History of American Exploration from 1792 to 1800
About the history of American exploration from 1792 to 1800 including explorations of von Homboldt and Mackenzie.
A CHRONOLOGY OF THE EXPLORATION OF THE AMERICAS
1792-1793 After going back to England to study astronomy and navigation and to buy instruments to calculate position, Alexander Mackenzie returned to Canada in another attempt to find a river route to the Pacific. In a 25-ft.-long canoe Mackenzie and his 10-man party set off on May 9, 1793, down the Peace River from their winter headquarters, Fort Fork, an outpost 200 mi. from Fort Chippewyan. The canoe was "so light that two men could carry her on a good road 3 or 4 mi. without resting," yet it was able to transport the contingent of men plus 3,000 lb. of supplies. The going was easy until, a few days after sighting the Rockies, they came upon 25 mi. of cascading rapids in the Peace River canyon and were forced to portage and pole their canoe, bailing it out with sponges. On May 31 they reached the fork of the turbulent Parsnip River and the broad Finlay River. In spite of the Finlay's appeal, Mackenzie, remembering the advice given him by a Beaver Indian, chose the Parsnip--correctly. After portaging to the Continental Divide, they continued their travels, once wrecking their canoe in the rapids and patching it up, then moving on at Mackenzie's urging. When hostile Indians threatened to attack, Mackenzie, needing their knowledge of the land, risked his life to walk along the opposite bank of the stream, flashing mirrors and trinkets. His stratagem worked. The group reached the Pacific, where Mackenzie made astronomical observations and wrote on a rock with vermilion dye and grease, "Alex Mackenzie from Canada by land 22 July, 1793." In four weeks they were back in Fort Fork. Mackenzie's plan for a continental, Canadian-based fur-trading company, outlined in his book Voyages from Montreal (1801), spurred Thomas Jefferson to thwart Canadian expansion by sending the Lewis and Clark expedition west in 1803.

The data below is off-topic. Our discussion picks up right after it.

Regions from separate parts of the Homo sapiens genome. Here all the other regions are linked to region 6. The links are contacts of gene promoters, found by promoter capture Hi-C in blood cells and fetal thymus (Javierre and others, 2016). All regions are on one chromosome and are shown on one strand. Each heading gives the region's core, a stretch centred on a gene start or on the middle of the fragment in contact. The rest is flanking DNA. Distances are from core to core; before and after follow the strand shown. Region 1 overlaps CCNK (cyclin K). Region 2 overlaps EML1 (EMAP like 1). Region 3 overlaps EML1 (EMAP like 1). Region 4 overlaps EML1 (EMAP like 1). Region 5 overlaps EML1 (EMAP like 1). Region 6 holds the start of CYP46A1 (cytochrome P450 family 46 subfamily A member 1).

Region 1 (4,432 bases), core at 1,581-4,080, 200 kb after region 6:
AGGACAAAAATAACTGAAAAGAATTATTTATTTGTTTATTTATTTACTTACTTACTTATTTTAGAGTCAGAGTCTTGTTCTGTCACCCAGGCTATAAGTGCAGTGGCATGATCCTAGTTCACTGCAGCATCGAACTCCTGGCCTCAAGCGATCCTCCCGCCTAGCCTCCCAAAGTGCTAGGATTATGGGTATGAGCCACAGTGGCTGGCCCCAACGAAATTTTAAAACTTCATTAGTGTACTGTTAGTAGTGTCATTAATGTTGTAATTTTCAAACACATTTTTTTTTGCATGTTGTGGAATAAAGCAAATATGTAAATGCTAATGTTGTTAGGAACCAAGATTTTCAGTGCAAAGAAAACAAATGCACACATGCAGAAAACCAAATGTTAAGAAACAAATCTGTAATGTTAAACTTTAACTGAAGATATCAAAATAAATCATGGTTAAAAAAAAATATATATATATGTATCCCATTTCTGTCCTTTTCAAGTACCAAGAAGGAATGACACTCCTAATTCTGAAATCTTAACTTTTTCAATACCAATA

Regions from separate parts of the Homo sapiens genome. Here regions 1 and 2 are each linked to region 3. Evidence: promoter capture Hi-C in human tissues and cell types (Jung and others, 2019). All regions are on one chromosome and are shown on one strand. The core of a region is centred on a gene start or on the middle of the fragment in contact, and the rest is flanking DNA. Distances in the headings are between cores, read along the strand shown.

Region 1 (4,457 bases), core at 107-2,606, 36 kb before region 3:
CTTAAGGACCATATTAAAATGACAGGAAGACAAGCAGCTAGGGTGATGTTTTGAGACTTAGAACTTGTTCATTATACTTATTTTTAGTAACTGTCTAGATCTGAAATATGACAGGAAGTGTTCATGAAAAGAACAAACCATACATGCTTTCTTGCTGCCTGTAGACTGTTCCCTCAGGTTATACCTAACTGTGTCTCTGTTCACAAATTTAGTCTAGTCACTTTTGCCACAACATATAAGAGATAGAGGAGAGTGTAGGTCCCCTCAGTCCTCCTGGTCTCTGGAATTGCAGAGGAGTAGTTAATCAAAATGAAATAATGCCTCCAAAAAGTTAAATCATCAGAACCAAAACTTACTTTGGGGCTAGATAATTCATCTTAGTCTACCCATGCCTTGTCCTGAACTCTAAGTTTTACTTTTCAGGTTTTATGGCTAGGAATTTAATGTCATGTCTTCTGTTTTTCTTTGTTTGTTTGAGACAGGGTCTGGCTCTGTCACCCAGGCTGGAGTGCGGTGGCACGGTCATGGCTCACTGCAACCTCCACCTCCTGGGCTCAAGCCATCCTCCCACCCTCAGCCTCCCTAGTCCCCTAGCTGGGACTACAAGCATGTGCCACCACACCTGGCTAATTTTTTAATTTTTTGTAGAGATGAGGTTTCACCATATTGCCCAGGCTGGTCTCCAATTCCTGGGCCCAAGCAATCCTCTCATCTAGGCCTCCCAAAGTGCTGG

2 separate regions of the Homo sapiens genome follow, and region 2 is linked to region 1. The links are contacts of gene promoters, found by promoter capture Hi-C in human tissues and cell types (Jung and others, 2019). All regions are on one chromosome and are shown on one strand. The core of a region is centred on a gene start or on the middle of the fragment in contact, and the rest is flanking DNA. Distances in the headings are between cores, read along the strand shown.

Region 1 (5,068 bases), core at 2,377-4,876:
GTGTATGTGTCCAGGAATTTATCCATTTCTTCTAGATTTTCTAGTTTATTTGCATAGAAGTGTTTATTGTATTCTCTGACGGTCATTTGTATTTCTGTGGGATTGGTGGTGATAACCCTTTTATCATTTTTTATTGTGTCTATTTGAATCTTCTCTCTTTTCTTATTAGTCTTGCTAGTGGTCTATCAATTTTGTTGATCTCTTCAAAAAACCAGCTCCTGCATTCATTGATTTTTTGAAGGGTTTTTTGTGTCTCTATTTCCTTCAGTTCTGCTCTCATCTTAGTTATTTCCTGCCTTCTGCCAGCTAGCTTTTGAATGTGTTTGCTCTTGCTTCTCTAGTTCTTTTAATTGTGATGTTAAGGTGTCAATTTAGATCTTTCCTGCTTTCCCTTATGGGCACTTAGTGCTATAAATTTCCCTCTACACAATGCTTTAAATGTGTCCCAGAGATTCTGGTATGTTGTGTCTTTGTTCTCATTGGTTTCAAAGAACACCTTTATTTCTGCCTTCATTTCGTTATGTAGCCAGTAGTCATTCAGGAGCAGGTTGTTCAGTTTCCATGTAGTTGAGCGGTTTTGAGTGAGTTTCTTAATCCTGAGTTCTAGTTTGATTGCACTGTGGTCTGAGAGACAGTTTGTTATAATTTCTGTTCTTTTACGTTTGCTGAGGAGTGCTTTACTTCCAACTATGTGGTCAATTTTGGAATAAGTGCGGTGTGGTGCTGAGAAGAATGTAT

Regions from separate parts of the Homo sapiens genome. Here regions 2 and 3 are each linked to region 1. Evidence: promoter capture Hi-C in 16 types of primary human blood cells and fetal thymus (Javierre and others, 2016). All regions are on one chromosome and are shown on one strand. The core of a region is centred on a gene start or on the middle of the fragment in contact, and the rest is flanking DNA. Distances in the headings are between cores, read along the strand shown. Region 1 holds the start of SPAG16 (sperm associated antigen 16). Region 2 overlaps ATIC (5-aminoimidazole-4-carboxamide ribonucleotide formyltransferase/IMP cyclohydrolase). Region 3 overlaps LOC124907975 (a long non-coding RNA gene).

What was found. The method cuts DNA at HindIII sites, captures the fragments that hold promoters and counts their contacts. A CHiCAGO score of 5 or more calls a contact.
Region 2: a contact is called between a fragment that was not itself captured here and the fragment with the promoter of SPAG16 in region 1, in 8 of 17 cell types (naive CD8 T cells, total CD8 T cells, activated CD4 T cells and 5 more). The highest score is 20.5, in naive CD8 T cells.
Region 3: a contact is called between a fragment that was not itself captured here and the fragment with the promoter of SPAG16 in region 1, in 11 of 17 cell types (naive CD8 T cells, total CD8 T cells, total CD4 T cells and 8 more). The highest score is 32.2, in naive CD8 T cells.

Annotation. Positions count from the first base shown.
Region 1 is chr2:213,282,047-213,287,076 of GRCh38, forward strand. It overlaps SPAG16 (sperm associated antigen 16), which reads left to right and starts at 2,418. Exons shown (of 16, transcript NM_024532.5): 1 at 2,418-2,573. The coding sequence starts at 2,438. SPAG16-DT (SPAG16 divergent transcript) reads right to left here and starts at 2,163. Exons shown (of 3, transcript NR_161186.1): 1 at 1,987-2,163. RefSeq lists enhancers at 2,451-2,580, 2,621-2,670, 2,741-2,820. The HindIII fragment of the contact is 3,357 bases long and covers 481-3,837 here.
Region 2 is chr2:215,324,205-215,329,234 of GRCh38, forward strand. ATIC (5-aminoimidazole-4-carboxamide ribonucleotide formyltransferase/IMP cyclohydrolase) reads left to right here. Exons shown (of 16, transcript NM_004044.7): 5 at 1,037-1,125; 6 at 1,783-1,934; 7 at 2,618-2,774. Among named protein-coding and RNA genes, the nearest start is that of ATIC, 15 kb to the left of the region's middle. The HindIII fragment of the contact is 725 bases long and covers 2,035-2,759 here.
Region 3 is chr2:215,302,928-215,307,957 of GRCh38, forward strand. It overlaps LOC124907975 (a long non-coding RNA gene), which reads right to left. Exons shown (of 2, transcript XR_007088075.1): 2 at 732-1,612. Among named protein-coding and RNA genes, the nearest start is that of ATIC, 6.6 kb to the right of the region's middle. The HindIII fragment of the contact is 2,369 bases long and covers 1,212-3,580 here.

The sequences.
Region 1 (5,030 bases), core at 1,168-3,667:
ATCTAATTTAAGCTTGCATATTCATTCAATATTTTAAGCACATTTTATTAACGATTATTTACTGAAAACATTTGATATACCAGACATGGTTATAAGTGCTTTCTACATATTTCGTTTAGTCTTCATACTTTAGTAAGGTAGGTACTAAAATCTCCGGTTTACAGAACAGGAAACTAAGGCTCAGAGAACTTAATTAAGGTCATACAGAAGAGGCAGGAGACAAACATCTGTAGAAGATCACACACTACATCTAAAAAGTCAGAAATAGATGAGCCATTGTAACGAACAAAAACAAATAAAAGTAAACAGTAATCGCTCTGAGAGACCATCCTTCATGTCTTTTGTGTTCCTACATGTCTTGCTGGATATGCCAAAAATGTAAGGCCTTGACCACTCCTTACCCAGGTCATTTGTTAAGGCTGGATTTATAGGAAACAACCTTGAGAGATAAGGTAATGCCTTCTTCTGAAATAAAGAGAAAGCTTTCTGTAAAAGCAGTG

1797-1811 In 14 years of exploration, Welshman David Thompson, trader-surveyor for the North West Company, covered more than 50,000 mi. of territory in Canada and the U.S. in a canoe, on horseback, or on foot.
1799-1804 German scientist Alexander von Humboldt (1769-1859) had given up on finding other scientists to accompany him on his South American expedition when, on a Paris hotel stairs, he spotted a man carrying what appeared to be a specimen box and introduced himself. It was a serendipitous meeting. The man was Aime Bonpland (1773-1858), a young French botanist, who accompanied Von Humboldt on his epic 37,000 mi. of exploration, "travelling for the acquisition of knowledge," as Von Humboldt's passport read. On their two trips--the first to the Amazon (1799-1800) and the second to the Andes (1801-1803)--they discovered and surveyed the Casiquiare River, proving that it links the Amazon and Orinoco; made a geological survey of the Andes; set a 30-year men's altitude record by climbing 20,561 ft. up Mt. Chimborazo; collected more than 60,000 plants, 6,300 of them previously unknown to European botanists; took more than 1,500 measurements; found evidence to prove Von Humboldt's theory that volcanoes mark faults in the earth's crust; studied tropical storms; discovered the Humboldt Current in the Pacific; discovered the value of guano (bird droppings), later imported to Europe for fertilizer at Von Humboldt's instigation. Their adventures and near escapes were many. They unknowingly bathed in a mudhole inhabited by electric eels, one of which later zapped Von Humboldt when he stepped on its tail preparatory to dissecting it; Von Humboldt narrowly escaped death when a demented guide tried to poison him with curare; and Bonpland fell in love with Samba, a part-Indian girl who broke his heart by jilting him. Von Humboldt later wrote of the trip: "Every object declares the grandeur of the power, the tenderness of Nature, from the boa constrictor, which can swallow a horse, down to the hummingbird, balancing itself on the chalice of a flower." His 29 books about South America, containing 1,426 maps and illustrations, cost 180,000 francs to publish--a sum he himself paid.
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